Fact sheets released by multiple textile and gear manufacturers in response to Cotter's efforts only informed firefighters that PFOA was once used to manufacture older gear but wasn't anymore. The documents didn't mention PFAS at all.
"Your Lion turnout gear continues to be safe and ready for action," said one customer alert from Lion Apparel.
It referred to studies the company had commissioned showing "virtually zero trace amounts of less than 1 part per billion PFOA" coming from turnout gear.
E&E News obtained copies of those studies, which were conducted by the firm Exponent, a company known for distorting science to question proven health effects of chemicals — including whether smoking tobacco causes lung cancer (Greenwire, Oct. 12, 2020).
Exponent's studies only found limited amounts of PFOA on Lion gear but used questionable methodology, said Kyla Bennett, science policy director at Public Employees for Environmental Responsibility, who reviewed the studies for E&E News.
"There are so many problems, I don't even know where to start," said Bennett.
For example, one of the studies tested turnout gear that had been shipped to the laboratory in a cardboard box without any plastic wrapping protecting it. So the authors concluded it was unclear whether the PFOA they found originated in the gear or in the box.
Lion isn't the only company to claim its gear only has "trace" amounts of PFAS — even when tests show the chemicals are present at levels more than a thousand times higher than EPA drinking water recommendations for the chemicals.
Jamie DeWitt, a toxicologist who studies PFAS at East Carolina University, said such claims are "disingenuous" because they ignore the amount of time firefighters spend in their turnout gear and how heat can increase the body's ability to absorb toxic substances through the skin.
"It's disrespectful to firefighters to be making these claims," she said. "They don't get paid a lot of money, and they do a whole lot to protect us. They have a right to know about the hazards they are facing in their workplace."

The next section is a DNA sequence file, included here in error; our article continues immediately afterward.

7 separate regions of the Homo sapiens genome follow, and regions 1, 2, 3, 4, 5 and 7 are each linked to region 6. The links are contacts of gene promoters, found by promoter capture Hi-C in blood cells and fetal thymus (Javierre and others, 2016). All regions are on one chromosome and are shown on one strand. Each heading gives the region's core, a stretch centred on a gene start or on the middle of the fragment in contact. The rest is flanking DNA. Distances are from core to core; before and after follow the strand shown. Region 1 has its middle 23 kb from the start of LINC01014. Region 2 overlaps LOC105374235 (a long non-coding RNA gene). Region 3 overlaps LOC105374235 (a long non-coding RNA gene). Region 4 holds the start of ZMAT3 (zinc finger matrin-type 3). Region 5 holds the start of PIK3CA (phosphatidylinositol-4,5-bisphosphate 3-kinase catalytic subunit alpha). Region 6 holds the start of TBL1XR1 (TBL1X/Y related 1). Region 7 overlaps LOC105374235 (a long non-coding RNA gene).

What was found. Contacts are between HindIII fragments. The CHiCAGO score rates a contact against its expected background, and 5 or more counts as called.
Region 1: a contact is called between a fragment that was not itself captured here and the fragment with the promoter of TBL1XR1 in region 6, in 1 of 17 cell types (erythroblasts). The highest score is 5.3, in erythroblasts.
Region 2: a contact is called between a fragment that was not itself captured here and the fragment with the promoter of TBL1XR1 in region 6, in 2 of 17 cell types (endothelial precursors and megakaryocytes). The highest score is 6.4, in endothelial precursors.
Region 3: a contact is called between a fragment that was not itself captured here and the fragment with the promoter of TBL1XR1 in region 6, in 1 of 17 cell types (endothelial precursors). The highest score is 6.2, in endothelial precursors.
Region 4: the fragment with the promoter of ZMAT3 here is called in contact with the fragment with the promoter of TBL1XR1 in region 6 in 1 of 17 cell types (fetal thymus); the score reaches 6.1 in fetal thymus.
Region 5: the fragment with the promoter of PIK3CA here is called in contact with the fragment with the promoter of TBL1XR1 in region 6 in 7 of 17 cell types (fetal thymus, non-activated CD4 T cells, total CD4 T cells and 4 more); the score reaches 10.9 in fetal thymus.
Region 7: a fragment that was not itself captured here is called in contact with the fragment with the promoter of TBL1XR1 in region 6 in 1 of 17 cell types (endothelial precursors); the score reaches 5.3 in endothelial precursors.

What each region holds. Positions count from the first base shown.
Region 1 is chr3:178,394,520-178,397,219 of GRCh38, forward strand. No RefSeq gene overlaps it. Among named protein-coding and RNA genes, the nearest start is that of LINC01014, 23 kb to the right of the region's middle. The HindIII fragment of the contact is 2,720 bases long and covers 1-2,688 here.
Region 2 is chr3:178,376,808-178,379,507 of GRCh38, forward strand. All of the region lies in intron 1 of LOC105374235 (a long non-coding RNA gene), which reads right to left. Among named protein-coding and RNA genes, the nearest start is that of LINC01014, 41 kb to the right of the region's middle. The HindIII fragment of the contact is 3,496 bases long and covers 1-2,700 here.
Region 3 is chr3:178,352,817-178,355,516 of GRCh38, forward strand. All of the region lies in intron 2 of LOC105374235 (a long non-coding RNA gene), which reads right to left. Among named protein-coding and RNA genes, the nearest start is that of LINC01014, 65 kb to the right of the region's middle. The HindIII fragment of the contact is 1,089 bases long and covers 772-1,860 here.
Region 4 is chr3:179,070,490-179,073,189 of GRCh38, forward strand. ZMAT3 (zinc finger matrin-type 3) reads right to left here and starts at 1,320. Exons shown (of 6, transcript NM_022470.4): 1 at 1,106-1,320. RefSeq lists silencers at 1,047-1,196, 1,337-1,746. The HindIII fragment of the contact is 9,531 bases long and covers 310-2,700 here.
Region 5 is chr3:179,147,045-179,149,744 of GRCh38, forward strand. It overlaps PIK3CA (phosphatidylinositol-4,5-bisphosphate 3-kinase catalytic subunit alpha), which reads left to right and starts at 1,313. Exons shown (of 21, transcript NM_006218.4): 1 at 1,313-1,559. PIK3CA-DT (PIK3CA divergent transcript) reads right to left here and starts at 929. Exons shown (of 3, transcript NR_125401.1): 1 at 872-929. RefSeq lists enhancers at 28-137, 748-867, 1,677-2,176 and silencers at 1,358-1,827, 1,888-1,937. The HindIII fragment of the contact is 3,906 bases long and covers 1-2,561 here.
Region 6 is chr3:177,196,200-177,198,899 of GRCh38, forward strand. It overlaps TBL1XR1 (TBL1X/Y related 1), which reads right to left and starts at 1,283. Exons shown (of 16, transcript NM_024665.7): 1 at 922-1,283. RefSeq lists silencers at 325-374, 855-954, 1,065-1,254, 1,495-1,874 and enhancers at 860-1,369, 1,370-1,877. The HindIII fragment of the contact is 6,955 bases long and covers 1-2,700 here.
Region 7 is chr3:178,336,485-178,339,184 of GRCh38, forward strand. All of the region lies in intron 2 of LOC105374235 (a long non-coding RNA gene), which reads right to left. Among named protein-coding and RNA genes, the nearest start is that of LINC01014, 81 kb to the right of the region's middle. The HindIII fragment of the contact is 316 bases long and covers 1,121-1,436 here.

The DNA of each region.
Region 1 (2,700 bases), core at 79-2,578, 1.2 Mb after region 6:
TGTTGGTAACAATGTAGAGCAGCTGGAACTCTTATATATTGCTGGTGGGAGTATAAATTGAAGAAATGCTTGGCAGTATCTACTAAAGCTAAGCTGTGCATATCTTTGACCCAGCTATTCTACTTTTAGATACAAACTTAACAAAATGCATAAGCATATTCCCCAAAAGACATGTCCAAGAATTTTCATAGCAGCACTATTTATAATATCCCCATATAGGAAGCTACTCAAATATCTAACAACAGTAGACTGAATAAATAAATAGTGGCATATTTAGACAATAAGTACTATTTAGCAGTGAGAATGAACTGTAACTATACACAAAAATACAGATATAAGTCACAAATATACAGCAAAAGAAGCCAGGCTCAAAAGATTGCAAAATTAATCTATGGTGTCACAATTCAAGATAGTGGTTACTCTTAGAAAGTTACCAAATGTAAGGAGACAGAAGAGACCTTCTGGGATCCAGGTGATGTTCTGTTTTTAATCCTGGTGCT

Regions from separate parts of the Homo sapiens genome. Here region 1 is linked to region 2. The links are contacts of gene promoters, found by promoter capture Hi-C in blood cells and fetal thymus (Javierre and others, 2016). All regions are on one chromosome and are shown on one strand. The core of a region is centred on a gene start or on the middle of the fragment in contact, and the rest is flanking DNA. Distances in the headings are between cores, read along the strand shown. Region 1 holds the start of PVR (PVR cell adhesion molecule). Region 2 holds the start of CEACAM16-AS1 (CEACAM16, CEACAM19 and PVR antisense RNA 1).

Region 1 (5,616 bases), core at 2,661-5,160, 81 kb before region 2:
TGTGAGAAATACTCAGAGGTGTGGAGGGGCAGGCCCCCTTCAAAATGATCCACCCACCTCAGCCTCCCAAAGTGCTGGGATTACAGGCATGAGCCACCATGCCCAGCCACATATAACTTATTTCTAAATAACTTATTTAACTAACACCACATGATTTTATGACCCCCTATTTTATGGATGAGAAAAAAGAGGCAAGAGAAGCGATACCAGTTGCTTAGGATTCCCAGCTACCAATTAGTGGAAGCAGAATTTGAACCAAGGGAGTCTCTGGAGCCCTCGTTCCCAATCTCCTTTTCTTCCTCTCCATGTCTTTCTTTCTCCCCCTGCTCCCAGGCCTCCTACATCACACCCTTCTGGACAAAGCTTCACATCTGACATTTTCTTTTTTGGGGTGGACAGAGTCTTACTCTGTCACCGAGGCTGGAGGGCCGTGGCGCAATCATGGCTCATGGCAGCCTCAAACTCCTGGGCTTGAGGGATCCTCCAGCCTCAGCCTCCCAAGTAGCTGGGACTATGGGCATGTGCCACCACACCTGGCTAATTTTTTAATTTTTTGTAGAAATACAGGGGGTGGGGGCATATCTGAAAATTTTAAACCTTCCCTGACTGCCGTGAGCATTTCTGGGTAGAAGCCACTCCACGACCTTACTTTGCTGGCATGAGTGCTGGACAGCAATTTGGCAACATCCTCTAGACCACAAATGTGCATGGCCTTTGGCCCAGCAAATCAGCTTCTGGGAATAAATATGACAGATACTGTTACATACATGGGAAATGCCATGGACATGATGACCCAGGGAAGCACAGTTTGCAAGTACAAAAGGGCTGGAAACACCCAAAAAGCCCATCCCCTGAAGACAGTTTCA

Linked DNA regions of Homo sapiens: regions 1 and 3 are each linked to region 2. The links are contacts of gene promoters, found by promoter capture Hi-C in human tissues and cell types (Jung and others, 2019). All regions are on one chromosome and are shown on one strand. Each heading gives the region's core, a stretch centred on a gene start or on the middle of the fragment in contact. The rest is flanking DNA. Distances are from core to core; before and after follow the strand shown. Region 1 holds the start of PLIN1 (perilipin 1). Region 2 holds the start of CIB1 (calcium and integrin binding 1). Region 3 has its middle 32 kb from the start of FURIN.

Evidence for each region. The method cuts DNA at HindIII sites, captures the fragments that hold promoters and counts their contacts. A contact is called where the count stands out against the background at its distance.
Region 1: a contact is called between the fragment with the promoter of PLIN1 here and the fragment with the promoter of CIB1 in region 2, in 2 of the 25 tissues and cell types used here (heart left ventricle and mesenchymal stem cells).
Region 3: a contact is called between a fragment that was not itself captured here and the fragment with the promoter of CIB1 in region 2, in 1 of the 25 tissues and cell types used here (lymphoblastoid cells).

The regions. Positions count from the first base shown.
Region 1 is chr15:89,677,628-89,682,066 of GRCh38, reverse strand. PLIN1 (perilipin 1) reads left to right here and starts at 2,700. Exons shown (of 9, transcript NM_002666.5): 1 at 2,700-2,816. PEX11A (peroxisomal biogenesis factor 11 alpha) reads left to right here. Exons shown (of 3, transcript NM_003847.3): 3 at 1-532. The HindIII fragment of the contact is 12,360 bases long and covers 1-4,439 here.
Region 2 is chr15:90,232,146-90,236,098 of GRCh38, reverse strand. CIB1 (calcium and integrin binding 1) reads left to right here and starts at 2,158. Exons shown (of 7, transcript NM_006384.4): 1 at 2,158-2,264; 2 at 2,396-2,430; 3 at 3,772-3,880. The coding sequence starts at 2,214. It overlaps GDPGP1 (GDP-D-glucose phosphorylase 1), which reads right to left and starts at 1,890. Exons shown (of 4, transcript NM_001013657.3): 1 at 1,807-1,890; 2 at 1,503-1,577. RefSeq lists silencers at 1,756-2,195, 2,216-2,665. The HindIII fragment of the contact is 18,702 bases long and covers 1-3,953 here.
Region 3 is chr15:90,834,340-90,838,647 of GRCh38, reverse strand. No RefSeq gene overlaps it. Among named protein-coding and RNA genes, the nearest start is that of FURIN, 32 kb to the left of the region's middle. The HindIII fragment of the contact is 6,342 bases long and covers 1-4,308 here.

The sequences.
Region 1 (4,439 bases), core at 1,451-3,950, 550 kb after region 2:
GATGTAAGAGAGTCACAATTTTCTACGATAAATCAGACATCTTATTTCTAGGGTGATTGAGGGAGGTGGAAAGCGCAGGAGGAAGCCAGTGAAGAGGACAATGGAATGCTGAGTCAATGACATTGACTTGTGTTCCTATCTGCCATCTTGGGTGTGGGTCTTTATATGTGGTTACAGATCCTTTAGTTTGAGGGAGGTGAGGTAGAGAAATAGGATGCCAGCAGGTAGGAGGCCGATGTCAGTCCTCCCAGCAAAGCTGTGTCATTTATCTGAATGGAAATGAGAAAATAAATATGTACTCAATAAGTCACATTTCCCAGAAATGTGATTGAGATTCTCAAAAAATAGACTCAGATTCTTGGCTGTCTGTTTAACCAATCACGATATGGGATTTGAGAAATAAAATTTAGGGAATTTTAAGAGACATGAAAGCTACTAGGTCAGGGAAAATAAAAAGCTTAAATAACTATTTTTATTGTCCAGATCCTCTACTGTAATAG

Lion consultant Paul Chrostowski has continued to tell fire departments that the Exponent studies "basically showed that this fabric and this turnout gear is safe to use."
Chrostowski's presentations also say that studies from the University of California, Berkeley, had shown "PFAS in firefighters were consistent with those in office workers." In reality, studies showed four PFAS at higher levels in firefighters' blood.
Rachel Morello-Frosch, the environmental health scientist who authored the Berkeley studies, said Chrostowski "chose to ignore parts of the paper that are inconvenient."
"It is a misrepresentation of what our study did and the results we found," said Morello-Frosch, who watched Chrostowski's presentation after being contacted about it by E&E News. "It seems like they are on a mission to say that their gear is OK, and I don't think that we know that or that the gear, in general, has been studied enough to definitively answer that question."
In an interview with E&E News, Chrostowski defended his work, saying Morello-Frosch is "entitled, certainly, to her opinion" about her own work.
He also said he stands by additional claims that, "in general, PFAS are not considered to be cancer-causing or carcinogenic by public health or regulatory agencies," telling E&E News that designations based on studies of laboratory animals, "not human beings," are not definitive enough, even though such studies are the basis for the World Health Organization's International Agency for Research on Cancer's designation of PFOA as possibly carcinogenic.